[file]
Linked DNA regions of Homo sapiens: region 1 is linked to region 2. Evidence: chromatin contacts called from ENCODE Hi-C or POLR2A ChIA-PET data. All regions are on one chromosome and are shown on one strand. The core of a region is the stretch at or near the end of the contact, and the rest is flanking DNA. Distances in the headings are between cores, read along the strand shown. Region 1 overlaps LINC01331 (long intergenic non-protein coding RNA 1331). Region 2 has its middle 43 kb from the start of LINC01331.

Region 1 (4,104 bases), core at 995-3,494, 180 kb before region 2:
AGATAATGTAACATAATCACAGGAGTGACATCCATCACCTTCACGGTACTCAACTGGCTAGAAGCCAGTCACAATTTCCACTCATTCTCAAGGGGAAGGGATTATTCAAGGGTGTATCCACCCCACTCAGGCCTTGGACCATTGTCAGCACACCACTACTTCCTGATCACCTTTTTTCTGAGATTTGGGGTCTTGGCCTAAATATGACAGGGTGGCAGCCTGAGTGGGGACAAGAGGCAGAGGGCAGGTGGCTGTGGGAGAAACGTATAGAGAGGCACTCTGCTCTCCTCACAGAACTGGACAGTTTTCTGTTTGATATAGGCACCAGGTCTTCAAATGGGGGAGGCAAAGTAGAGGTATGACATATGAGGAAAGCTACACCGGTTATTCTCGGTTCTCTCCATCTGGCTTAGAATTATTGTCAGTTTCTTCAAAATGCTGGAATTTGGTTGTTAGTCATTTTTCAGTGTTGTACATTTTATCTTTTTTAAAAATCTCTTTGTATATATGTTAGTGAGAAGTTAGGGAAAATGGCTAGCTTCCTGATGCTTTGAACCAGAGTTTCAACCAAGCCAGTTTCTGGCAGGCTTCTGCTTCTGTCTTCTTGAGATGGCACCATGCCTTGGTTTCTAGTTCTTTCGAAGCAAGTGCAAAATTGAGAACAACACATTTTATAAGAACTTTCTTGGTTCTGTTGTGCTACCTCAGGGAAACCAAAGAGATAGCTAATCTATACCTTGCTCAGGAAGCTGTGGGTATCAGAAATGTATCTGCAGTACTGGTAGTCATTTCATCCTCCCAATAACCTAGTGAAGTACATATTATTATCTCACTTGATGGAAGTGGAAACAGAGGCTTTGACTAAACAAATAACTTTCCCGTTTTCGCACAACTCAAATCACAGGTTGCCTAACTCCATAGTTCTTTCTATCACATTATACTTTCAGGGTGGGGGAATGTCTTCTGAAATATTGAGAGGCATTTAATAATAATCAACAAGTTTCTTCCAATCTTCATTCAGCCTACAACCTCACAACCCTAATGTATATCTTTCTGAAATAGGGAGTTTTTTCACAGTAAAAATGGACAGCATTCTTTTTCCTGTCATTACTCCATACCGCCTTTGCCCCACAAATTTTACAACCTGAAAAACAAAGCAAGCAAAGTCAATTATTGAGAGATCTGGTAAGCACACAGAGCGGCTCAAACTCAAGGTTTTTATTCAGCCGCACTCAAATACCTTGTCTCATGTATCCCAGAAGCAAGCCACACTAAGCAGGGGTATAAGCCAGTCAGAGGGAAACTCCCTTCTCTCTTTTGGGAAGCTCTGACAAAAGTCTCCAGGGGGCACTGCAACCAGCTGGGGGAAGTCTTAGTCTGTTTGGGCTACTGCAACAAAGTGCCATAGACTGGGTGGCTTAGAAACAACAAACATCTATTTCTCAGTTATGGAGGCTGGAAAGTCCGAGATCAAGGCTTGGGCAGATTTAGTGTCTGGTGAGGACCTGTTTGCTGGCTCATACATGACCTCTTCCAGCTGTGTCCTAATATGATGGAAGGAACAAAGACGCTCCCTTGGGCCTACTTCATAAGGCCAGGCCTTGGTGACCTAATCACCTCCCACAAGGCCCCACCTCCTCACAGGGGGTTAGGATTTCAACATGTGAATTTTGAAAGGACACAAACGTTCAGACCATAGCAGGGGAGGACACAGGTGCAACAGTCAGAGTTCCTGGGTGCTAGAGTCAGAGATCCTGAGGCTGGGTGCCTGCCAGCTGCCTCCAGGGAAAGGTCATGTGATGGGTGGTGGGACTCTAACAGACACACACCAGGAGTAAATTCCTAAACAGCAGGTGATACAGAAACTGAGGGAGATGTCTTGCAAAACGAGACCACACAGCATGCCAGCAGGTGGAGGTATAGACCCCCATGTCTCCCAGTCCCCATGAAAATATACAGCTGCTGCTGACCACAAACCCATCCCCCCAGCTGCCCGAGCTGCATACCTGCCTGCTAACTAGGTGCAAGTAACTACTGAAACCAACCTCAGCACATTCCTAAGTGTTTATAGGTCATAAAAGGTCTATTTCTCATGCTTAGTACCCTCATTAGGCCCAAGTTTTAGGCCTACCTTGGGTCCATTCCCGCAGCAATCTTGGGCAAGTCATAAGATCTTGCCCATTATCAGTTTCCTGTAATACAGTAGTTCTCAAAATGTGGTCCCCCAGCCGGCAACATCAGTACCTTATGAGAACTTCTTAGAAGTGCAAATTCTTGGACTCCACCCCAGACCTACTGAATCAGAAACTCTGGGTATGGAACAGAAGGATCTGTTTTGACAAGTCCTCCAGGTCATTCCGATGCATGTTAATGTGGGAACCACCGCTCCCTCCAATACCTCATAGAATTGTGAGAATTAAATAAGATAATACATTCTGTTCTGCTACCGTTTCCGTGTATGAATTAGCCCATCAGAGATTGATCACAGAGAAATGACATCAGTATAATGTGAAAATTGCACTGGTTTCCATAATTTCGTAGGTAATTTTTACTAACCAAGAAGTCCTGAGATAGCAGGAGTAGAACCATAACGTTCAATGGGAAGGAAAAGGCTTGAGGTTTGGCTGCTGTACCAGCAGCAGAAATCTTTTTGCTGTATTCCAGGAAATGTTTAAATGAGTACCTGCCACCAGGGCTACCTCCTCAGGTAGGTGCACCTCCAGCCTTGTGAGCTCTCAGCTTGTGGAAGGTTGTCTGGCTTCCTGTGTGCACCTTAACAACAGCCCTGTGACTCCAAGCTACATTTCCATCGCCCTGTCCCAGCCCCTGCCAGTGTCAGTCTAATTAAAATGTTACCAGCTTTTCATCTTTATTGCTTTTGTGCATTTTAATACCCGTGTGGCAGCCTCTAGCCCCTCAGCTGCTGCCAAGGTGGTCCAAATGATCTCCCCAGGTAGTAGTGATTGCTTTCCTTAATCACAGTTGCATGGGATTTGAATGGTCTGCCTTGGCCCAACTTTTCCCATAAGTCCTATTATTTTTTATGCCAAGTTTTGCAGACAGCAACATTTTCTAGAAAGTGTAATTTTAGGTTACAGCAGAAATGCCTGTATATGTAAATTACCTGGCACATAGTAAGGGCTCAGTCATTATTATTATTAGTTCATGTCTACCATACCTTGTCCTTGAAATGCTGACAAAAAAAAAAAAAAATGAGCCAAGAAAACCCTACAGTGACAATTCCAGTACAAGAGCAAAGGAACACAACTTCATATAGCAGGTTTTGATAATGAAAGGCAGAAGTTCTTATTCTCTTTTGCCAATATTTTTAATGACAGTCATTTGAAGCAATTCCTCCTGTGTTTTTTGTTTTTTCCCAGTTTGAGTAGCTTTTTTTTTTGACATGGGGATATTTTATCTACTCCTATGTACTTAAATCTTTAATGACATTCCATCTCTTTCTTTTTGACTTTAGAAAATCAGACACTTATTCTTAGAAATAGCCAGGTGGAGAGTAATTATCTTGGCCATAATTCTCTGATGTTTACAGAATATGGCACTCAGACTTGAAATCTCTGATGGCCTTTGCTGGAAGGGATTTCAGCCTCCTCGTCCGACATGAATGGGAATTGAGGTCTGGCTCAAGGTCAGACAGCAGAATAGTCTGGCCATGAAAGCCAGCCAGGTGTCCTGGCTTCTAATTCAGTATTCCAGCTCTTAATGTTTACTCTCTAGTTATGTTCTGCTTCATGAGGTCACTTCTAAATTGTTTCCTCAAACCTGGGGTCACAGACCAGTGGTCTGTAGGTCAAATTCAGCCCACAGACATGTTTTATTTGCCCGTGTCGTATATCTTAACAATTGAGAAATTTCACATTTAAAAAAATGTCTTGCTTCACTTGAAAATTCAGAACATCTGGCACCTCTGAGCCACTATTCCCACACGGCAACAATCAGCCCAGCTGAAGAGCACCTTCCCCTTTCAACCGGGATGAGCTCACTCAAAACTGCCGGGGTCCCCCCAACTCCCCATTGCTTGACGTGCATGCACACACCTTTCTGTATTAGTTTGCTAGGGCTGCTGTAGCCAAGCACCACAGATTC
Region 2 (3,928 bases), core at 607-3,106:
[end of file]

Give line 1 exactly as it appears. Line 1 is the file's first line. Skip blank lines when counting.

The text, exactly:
Linked DNA regions of Homo sapiens: region 1 is linked to region 2. Evidence: chromatin contacts called from ENCODE Hi-C or POLR2A ChIA-PET data. All regions are on one chromosome and are shown on one strand. The core of a region is the stretch at or near the end of the contact, and the rest is flanking DNA. Distances in the headings are between cores, read along the strand shown. Region 1 overlaps LINC01331 (long intergenic non-protein coding RNA 1331). Region 2 has its middle 43 kb from the start of LINC01331.